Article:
2.4. Resolution of NPQ components We quantified the contribution of the three NPQ components following the method described by Horton and Hague (1988). After reaching the steady state-Fs level, 10 ml of DCMU [3-(3,4dichlorophenyl)-1,1-dimethylurea] at 10 mg l1, was directly applied on the lower face of lacerated frond. After reaching FE level (Fig. 1), the actinic light was turned off and saturating pulses were applied inducing further relaxation phase with a t1/2 of approximately 5 min allowing the determination of the FT level. Contribution of each NPQ components were determined as follow: qE / (FE/F?m)/F?m; qT /(FT/FE)/F?m, and qI/ (Fm/FT)/F?m (Horton and Hague, 1988).

2.5. Photosynthetic pigments analysis and growth rate determination Duckweed’s pigments were extracted in 100% methanol and their concentrations were determined as in Lichtenthaler (1987). Growth rate of L. minor was calculated in counting number of fronds with a coefficient applied in function of their development state. 2.6. Statistical analysis Data presented in this study are the means9/ standard deviation (S.D.). Significant differences between controls and contaminated samples were determined by the Mann and Whitney test and P values B/0.05 were considered significant (a ,b ,c in Tables 1 and 2) (Mann and Whitney, 1952). In this study, all statistical analysis were performed with SigmaStat 2.03 (SSCP Inc.† ) for Windows.

3. Results 3.1. Control Fig. 1 shows the fluorescence induction curve for control obtained with a method described in materials and methods. The photosynthetic capacity (Fv/Fm) of the dark adapted Lemna was 0.78 (Table 1). Upon subsequent application of constant actinic light illumination (200 mmol PAR m2 s 1), a transient rise the fluorescence yield to a maximum (FP) and the quenching processes took place decreasing the fluorescence intensity to a steady state level (Fs). The photochemical quenching (qP) and non-photochemical quenching (NPQ) were 0.83 and 0.35, respectively. Addition of DCMU allowed further resolution of the NPQ components. The results showed that qE was the major component (64%) of the total NPQ, compared to qT and qI (11 and 25%, respectively) (Table 2; Fig. 1). 3.2. Paraquat

Fig. 1. Chlorophyll fluorescence induction kinetics measured in control plant.

After 2 days of exposure to the lowest paraquat concentration (1 mg l 1), no significant effect on

Pesticide concentration (mg l 1) Growth rate (%) Pigment concentrations (mg g fresh weight 1)

Fluorescence parameters

Chl a

Chl b







0.839/0.02 0.839/0.03 0.899/0.04 0a

0.359/0.04 0.679/0.07a 1.609/0.30b 0c

0.679/0.04 0.579/0.03a 0.359/0.04b 0c

0.739/0.03 0.699/0.02 0.509/0.05a 0b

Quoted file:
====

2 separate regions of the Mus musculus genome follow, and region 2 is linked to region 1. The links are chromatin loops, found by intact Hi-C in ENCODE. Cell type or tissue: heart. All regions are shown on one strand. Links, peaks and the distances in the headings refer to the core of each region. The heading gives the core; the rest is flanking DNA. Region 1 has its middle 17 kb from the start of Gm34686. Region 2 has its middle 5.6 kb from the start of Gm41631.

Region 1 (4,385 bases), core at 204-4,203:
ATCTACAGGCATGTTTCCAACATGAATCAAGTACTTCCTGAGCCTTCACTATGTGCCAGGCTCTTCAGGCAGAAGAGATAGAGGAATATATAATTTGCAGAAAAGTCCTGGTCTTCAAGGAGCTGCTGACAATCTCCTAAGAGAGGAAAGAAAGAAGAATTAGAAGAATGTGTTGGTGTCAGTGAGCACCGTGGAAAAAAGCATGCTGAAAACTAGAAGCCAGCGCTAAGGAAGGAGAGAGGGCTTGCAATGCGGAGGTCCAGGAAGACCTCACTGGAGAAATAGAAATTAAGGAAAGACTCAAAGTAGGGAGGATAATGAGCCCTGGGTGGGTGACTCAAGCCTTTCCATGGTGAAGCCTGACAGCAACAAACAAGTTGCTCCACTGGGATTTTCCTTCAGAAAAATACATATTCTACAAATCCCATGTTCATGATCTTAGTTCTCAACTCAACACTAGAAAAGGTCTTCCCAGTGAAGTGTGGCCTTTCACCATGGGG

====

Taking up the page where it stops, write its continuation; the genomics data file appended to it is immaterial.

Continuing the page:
Control Paraquat

0 1 10 100

1009/2.3 90.19/3.7a 70.29/4.5b 47.29/2.0c

5529/23 5269/28 5119/26a 1259/25b

1969/8 1479/12a 1299/12a 339/14b

2489/11 2209/12a 2069/11a 119/19b

0.789/0.02 0.779/0.02 0.679/0.02a 0b


1 10 100

87.49/2.6a 86.59/3.7a 85.69/3.7a

5539/31 5539/33 4029/8a

1739/11a 1799/13 1209/6a

2479/11 2439/12 1539/5a

0.709/0.05a 0.669/0.06a 0.279/0.03a 0.369/0.05a 0.579/0.05a 0.579/0.04b 0.599/0.06a 0.439/0.05 0.359/0.06a 0.509/0.05a 0.549/0.10b / 0.689/0.10b 0.329/0.06a 0.469/0.06a


1 10 100

94.99/3.5 85.89/5.2a 74.19/4.0b

5439/21 5419/14 4719/23a

1859/11 1849/8 1579/12a

2459/10 2449/7 2229/8a

0.789/0.01 0.779/0.02 0.739/0.08


1 10 100

96.79/3.0 94.99/1.5a 81.79/3.0b

5099/26a 5079/22a 4379/34b

1709/9a 1739/9a 1399/12b

2269/10a 2299/6a 1839/14b

0.779/0.03 0.829/0.04 0.389/0.13 0.559/0.07a 0.689/0.06 0.779/0.01 0.779/0.02a 0.359/0.03 0.529/0.03a 0.679/0.03 0.699/0.02a 0.119/0.05b 0.159/0.08a 0.159/0.02b 0.489/0.01a

0.879/0.01 0.419/0.03 0.709/0.02 0.869/0.01 0.429/0.05 0.679/0.02 0.669/0.08a 0.779/0.09a 0.619/0.04

0.739/0.03 0.719/0.04 0.709/0.01

a means significantly different (P B/0.05) from the control; a-c means with the same letter in each category do not significant differ (P B/0.05), according to Mann and Whitney test.

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Table 1 Growth rate, photosynthetic pigments and fluorescence parameters (means value9/S.D.), after 48 h exposure of Lemna minor fronds to paraquat, norflurazon, flazasulfuron and atrazine



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Table 2 qE, qT and qI components in percentage (means value9/S.D.) of the total NPQ in Lemna minor fronds exposed 48 h to paraquat (10 mg l 1), norflurazon (100 mg l 1), flazasulfuron (100 mg l 1), and atrazine (100 mg l 1) Concentration (mg l 1)